The known but often-forgotten fact of our lives — to expect the unexpected — has been underlined today once again as I turned on my computer to write this column. There had been a number of automatic Microsoft downloads that needed to be configured, and configured, and configured …
The idea of exploring how to expect the unexpected, a precept of “The Green Flash,” was already in mind, so I slipped off my hair cloak of annoyance and donned one of silky patience as I waited. Rather than staring and fuming, I could refocus, using the time to think further so I’d be ready once the go-signal came.
My thoughts turned to a close friend we’d recently lost to an unexpected cause, just as this person learned his long-fought cancer was in remission and was celebrating a new lease on life. I could definitely learn from that, following our friend’s way of living each day as fully as he could. It hit me that my computer wait-time frustration should not even be thought of in the same breath, that it was an ant along the pathway.
My eye fell on the news item I’d circled in last Tuesday’s TGI, somewhat offsetting the shock of earlier personal news. That shock coincided with news of deadly pipe bomb deliveries to national leaders; the synagogue massacre that stemmed from one individual’s fear and hate; the Pentagon deploying the 5,000 armed troops of “Operation Faithful Patriot” to the Mexican border to stave off “a force” of desperate migrants attempting to escape their own regimes of terror and death. And then, there was the tide that rose beyond known proportion that caused the extreme, dangerous flooding of Venice, a city we loved visiting, because the solution of building underwater barriers was delayed — because of corruption.
Aside from this darkness, on “The Green Flash” side, we humans through the brains and engineering of NASA had successfully launched a spacecraft built to withstand the heat of the sun! (That achievement deserves an exclamation mark.) I struggled to comprehend that the Parker Solar Probe broke Helios-2’s 1976 record of 26.6 million miles, and that its two dozen approaches to the burning planet over the next seven years are going to bring that to 3.8 million miles. This very week, Parker will fly through the sun’s corona (outer atmosphere). Here I am, an ant, myself, in my minuscule orbit on an island.
I took a minute to peek through the window of my office at the sun lighting ripening papayas through the clouds. A delicate meijiro (Japanese white-eye) flitted and landed on a bobbing leaf stem, tweeting and dancing delightfully, causing a resident gecko to jump — just as I heard my Dell’s electronic launch tones. I couldn’t suppress a chuckle over this timing.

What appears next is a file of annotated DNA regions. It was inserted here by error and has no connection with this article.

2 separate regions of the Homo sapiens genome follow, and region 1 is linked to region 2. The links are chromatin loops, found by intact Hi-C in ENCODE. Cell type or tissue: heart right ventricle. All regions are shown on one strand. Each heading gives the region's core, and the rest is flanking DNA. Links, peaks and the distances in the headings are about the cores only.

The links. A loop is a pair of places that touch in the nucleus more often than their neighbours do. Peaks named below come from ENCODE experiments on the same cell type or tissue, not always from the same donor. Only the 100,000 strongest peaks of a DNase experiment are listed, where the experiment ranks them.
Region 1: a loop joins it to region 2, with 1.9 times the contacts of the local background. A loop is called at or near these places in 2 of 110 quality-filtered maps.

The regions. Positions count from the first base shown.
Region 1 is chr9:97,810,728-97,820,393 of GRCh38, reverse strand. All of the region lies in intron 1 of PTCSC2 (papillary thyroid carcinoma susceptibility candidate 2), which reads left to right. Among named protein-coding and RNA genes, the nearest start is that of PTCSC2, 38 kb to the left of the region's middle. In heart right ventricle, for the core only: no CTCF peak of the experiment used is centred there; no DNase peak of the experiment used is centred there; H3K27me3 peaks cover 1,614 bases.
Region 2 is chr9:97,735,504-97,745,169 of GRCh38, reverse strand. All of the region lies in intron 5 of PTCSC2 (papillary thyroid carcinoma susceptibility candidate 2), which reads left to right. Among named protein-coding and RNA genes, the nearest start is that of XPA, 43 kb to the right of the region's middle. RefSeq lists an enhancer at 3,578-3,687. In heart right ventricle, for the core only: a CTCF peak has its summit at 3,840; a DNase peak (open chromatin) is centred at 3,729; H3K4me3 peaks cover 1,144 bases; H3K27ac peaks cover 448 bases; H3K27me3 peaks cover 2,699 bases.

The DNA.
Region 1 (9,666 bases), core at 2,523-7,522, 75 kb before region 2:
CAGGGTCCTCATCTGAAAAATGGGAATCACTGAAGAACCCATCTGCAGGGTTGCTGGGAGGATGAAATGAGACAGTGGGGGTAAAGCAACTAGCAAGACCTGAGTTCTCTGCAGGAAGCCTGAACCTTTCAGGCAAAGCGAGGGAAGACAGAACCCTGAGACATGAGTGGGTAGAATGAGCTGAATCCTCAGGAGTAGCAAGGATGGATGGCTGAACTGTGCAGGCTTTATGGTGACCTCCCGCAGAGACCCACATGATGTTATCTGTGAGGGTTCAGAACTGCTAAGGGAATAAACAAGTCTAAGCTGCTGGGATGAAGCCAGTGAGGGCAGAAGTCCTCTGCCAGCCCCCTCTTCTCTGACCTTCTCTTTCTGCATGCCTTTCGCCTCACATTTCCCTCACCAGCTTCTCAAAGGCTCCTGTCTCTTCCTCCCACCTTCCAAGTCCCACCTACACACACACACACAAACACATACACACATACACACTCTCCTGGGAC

Small delights — these can alleviate worry and sadness, and keep us level and functioning well, hopefully growing with the tackling or circumventing of each obstacle. I believe my late friend knew this fully.
Some might consider this to be a prescription for putting on “rose-colored glasses” or a denial of feelings about loss and the dangers we face, but others might go with the buoying wave of refocusing in a new light. We could boil it down to the pat phrases of glass half-empty vs. glass half-full types of thought, and the choice of perspective is ours alone.
In this writer’s experience, it’s very much easier to slip into the habit of the first of those. Dispelling the half-empty approach takes more effort in times of disappointed expectation. In keeping to the opposite approach, this takes awareness and practice, such as learning to drive well, using tools, chopping without slicing or losing fingertips, exemplifying good manners and polite behavior even in the face of rudeness and mistreatment, and perfecting whatever practice in which a person desires to become skilled, including the giving of friendship and love. As with editing draft after draft of a poem or story, and learning to dance and play an instrument, a positive and overriding mental outlook to life’s regular challenges and disappointments, and sadness and shock, requires regular practice and attention.
A good question is, when to make time, during an overly busy and committed day? There’s no one answer or suggestion that will work for all. The metaphor of putting-on-the-cloak or “angel mantle” that will lead to a more peaceful, accepting state — if not joy and happiness — may work for some of us, and when needed, a self-imposed “time out” before reacting by whatever method a person perceives such a cool-down period. However, doctors and psychologists tell us that anger is acceptable — when it is truly warranted and channeled away from hurting the self, and others.
Laughter and fun are real tonic, along with uplifting music and being with friends and those we love. “The Green Flash” was blessed to experience all of this over Halloween, when my young confreres in the Community College Orchestra gave up their trick-or-treating and attended a two-hour rehearsal to focus on preparing to play the Winter Concert — and were unexpectedly rewarded with Miss Tochiki’s candies and theme cookies baked by “Cinthy” of the violin section. Our business visit to the Garden Island Credit Union was made special beyond the courtesy that institution’s employees always show. The tellers were costumed as “fortune tellers,” and the loan department was decorated in an underwater theme with the gals togged out (you may have guessed), as (loan) sharks. Ah — humor … I wish some your way now, Dear Readers.
Dawn Fraser Kawahara, author and poet, made her home on Kauai in the 1980s. She and her husband, a retired biology teacher, live with books, music and birds in Wailua Homesteads. Shared passions are travel and nature. The writer’s books may be found in local outlets and on Amazon. For further information, firstname.lastname@example.org.